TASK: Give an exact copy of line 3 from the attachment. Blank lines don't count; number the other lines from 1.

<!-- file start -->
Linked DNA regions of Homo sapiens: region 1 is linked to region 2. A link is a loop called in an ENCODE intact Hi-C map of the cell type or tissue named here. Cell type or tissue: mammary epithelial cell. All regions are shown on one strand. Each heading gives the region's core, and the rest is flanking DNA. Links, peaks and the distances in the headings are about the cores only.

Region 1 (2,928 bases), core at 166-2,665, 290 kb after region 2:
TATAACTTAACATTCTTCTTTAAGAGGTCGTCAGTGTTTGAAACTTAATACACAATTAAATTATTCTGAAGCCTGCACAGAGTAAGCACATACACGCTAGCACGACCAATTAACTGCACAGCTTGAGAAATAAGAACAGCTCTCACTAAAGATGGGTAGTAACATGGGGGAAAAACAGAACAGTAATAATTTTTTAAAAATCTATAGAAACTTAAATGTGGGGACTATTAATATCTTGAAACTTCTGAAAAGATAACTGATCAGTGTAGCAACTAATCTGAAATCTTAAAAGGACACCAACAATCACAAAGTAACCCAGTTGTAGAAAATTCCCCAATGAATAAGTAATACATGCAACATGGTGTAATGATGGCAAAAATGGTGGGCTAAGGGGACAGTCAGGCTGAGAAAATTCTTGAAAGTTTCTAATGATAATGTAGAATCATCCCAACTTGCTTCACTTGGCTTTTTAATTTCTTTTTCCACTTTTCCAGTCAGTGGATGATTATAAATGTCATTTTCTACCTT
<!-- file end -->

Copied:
TATAACTTAACATTCTTCTTTAAGAGGTCGTCAGTGTTTGAAACTTAATACACAATTAAATTATTCTGAAGCCTGCACAGAGTAAGCACATACACGCTAGCACGACCAATTAACTGCACAGCTTGAGAAATAAGAACAGCTCTCACTAAAGATGGGTAGTAACATGGGGGAAAAACAGAACAGTAATAATTTTTTAAAAATCTATAGAAACTTAAATGTGGGGACTATTAATATCTTGAAACTTCTGAAAAGATAACTGATCAGTGTAGCAACTAATCTGAAATCTTAAAAGGACACCAACAATCACAAAGTAACCCAGTTGTAGAAAATTCCCCAATGAATAAGTAATACATGCAACATGGTGTAATGATGGCAAAAATGGTGGGCTAAGGGGACAGTCAGGCTGAGAAAATTCTTGAAAGTTTCTAATGATAATGTAGAATCATCCCAACTTGCTTCACTTGGCTTTTTAATTTCTTTTTCCACTTTTCCAGTCAGTGGATGATTATAAATGTCATTTTCTACCTT